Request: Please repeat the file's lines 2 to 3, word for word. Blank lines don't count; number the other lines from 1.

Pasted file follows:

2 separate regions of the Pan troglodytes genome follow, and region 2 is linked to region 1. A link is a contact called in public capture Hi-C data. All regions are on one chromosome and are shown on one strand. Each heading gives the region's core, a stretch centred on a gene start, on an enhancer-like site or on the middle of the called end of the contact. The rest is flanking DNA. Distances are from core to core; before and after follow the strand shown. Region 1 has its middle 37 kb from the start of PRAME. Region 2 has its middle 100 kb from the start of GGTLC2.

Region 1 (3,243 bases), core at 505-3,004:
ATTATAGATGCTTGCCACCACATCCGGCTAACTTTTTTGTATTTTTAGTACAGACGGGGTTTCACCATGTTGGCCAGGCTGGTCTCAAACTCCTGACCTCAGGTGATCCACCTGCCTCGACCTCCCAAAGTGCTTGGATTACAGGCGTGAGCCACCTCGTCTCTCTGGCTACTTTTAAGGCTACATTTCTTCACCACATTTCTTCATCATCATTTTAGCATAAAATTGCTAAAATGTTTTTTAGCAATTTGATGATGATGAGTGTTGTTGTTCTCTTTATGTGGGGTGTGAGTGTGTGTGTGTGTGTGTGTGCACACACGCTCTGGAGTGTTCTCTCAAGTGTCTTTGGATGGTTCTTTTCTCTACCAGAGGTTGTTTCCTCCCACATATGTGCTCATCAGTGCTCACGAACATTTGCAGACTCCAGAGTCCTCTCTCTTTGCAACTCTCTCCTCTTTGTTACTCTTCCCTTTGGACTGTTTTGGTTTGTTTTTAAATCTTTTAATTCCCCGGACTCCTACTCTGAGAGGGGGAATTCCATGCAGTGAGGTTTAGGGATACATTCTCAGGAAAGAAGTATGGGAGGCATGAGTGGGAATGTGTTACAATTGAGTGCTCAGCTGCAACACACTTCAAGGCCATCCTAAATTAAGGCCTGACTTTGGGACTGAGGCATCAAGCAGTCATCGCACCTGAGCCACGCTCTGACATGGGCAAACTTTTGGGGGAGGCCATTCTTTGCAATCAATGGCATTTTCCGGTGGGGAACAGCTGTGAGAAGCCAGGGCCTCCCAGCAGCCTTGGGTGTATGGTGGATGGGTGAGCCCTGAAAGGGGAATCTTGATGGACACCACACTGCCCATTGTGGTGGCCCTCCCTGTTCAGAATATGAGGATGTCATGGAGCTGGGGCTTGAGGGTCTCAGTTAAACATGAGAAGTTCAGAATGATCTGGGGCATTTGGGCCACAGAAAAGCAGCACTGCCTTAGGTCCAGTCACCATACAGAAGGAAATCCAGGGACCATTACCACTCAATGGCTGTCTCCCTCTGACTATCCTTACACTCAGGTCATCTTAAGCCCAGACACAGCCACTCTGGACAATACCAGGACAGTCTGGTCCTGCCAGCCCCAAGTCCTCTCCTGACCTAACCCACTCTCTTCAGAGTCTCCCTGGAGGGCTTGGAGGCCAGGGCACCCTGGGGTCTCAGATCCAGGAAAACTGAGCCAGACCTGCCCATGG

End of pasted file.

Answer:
Region 1 (3,243 bases), core at 505-3,004:
ATTATAGATGCTTGCCACCACATCCGGCTAACTTTTTTGTATTTTTAGTACAGACGGGGTTTCACCATGTTGGCCAGGCTGGTCTCAAACTCCTGACCTCAGGTGATCCACCTGCCTCGACCTCCCAAAGTGCTTGGATTACAGGCGTGAGCCACCTCGTCTCTCTGGCTACTTTTAAGGCTACATTTCTTCACCACATTTCTTCATCATCATTTTAGCATAAAATTGCTAAAATGTTTTTTAGCAATTTGATGATGATGAGTGTTGTTGTTCTCTTTATGTGGGGTGTGAGTGTGTGTGTGTGTGTGTGTGCACACACGCTCTGGAGTGTTCTCTCAAGTGTCTTTGGATGGTTCTTTTCTCTACCAGAGGTTGTTTCCTCCCACATATGTGCTCATCAGTGCTCACGAACATTTGCAGACTCCAGAGTCCTCTCTCTTTGCAACTCTCTCCTCTTTGTTACTCTTCCCTTTGGACTGTTTTGGTTTGTTTTTAAATCTTTTAATTCCCCGGACTCCTACTCTGAGAGGGGGAATTCCATGCAGTGAGGTTTAGGGATACATTCTCAGGAAAGAAGTATGGGAGGCATGAGTGGGAATGTGTTACAATTGAGTGCTCAGCTGCAACACACTTCAAGGCCATCCTAAATTAAGGCCTGACTTTGGGACTGAGGCATCAAGCAGTCATCGCACCTGAGCCACGCTCTGACATGGGCAAACTTTTGGGGGAGGCCATTCTTTGCAATCAATGGCATTTTCCGGTGGGGAACAGCTGTGAGAAGCCAGGGCCTCCCAGCAGCCTTGGGTGTATGGTGGATGGGTGAGCCCTGAAAGGGGAATCTTGATGGACACCACACTGCCCATTGTGGTGGCCCTCCCTGTTCAGAATATGAGGATGTCATGGAGCTGGGGCTTGAGGGTCTCAGTTAAACATGAGAAGTTCAGAATGATCTGGGGCATTTGGGCCACAGAAAAGCAGCACTGCCTTAGGTCCAGTCACCATACAGAAGGAAATCCAGGGACCATTACCACTCAATGGCTGTCTCCCTCTGACTATCCTTACACTCAGGTCATCTTAAGCCCAGACACAGCCACTCTGGACAATACCAGGACAGTCTGGTCCTGCCAGCCCCAAGTCCTCTCCTGACCTAACCCACTCTCTTCAGAGTCTCCCTGGAGGGCTTGGAGGCCAGGGCACCCTGGGGTCTCAGATCCAGGAAAACTGAGCCAGACCTGCCCATGG